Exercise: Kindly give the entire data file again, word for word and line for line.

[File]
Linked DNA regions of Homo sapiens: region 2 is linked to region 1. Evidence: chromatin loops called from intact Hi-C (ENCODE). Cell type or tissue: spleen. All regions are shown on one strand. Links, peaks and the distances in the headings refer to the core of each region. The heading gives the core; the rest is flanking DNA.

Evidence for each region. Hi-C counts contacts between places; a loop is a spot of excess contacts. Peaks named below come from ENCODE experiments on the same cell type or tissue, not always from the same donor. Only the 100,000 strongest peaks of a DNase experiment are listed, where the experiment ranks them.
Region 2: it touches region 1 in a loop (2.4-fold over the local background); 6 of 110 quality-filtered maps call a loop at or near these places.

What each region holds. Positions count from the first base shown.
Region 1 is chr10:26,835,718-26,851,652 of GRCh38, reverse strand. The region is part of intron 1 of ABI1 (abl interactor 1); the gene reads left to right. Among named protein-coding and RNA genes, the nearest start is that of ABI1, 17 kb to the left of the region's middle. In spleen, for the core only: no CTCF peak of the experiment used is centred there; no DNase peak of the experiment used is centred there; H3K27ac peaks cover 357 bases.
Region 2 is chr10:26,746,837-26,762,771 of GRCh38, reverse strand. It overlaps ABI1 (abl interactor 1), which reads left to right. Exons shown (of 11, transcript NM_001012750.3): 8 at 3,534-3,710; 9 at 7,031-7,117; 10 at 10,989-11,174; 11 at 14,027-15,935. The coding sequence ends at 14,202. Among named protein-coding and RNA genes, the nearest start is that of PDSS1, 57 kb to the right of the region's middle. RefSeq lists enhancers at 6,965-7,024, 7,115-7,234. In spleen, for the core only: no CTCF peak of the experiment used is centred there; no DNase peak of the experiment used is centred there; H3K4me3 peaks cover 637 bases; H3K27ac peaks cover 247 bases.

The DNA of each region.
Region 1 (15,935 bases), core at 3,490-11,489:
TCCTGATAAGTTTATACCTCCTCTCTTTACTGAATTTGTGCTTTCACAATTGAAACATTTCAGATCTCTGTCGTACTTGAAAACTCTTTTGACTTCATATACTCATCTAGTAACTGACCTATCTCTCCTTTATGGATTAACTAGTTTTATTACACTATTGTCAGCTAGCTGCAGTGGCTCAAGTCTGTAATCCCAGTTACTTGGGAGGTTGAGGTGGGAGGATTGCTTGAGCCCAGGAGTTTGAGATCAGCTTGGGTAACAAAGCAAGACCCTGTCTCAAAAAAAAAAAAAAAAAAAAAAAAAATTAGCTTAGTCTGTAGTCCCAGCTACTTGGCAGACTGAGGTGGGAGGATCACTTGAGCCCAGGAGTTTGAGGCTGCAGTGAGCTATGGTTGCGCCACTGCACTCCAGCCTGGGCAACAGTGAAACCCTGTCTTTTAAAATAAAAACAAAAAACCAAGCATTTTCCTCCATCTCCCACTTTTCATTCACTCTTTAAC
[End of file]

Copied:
Linked DNA regions of Homo sapiens: region 2 is linked to region 1. Evidence: chromatin loops called from intact Hi-C (ENCODE). Cell type or tissue: spleen. All regions are shown on one strand. Links, peaks and the distances in the headings refer to the core of each region. The heading gives the core; the rest is flanking DNA.

Evidence for each region. Hi-C counts contacts between places; a loop is a spot of excess contacts. Peaks named below come from ENCODE experiments on the same cell type or tissue, not always from the same donor. Only the 100,000 strongest peaks of a DNase experiment are listed, where the experiment ranks them.
Region 2: it touches region 1 in a loop (2.4-fold over the local background); 6 of 110 quality-filtered maps call a loop at or near these places.

What each region holds. Positions count from the first base shown.
Region 1 is chr10:26,835,718-26,851,652 of GRCh38, reverse strand. The region is part of intron 1 of ABI1 (abl interactor 1); the gene reads left to right. Among named protein-coding and RNA genes, the nearest start is that of ABI1, 17 kb to the left of the region's middle. In spleen, for the core only: no CTCF peak of the experiment used is centred there; no DNase peak of the experiment used is centred there; H3K27ac peaks cover 357 bases.
Region 2 is chr10:26,746,837-26,762,771 of GRCh38, reverse strand. It overlaps ABI1 (abl interactor 1), which reads left to right. Exons shown (of 11, transcript NM_001012750.3): 8 at 3,534-3,710; 9 at 7,031-7,117; 10 at 10,989-11,174; 11 at 14,027-15,935. The coding sequence ends at 14,202. Among named protein-coding and RNA genes, the nearest start is that of PDSS1, 57 kb to the right of the region's middle. RefSeq lists enhancers at 6,965-7,024, 7,115-7,234. In spleen, for the core only: no CTCF peak of the experiment used is centred there; no DNase peak of the experiment used is centred there; H3K4me3 peaks cover 637 bases; H3K27ac peaks cover 247 bases.

The DNA of each region.
Region 1 (15,935 bases), core at 3,490-11,489:
TCCTGATAAGTTTATACCTCCTCTCTTTACTGAATTTGTGCTTTCACAATTGAAACATTTCAGATCTCTGTCGTACTTGAAAACTCTTTTGACTTCATATACTCATCTAGTAACTGACCTATCTCTCCTTTATGGATTAACTAGTTTTATTACACTATTGTCAGCTAGCTGCAGTGGCTCAAGTCTGTAATCCCAGTTACTTGGGAGGTTGAGGTGGGAGGATTGCTTGAGCCCAGGAGTTTGAGATCAGCTTGGGTAACAAAGCAAGACCCTGTCTCAAAAAAAAAAAAAAAAAAAAAAAAAATTAGCTTAGTCTGTAGTCCCAGCTACTTGGCAGACTGAGGTGGGAGGATCACTTGAGCCCAGGAGTTTGAGGCTGCAGTGAGCTATGGTTGCGCCACTGCACTCCAGCCTGGGCAACAGTGAAACCCTGTCTTTTAAAATAAAAACAAAAAACCAAGCATTTTCCTCCATCTCCCACTTTTCATTCACTCTTTAAC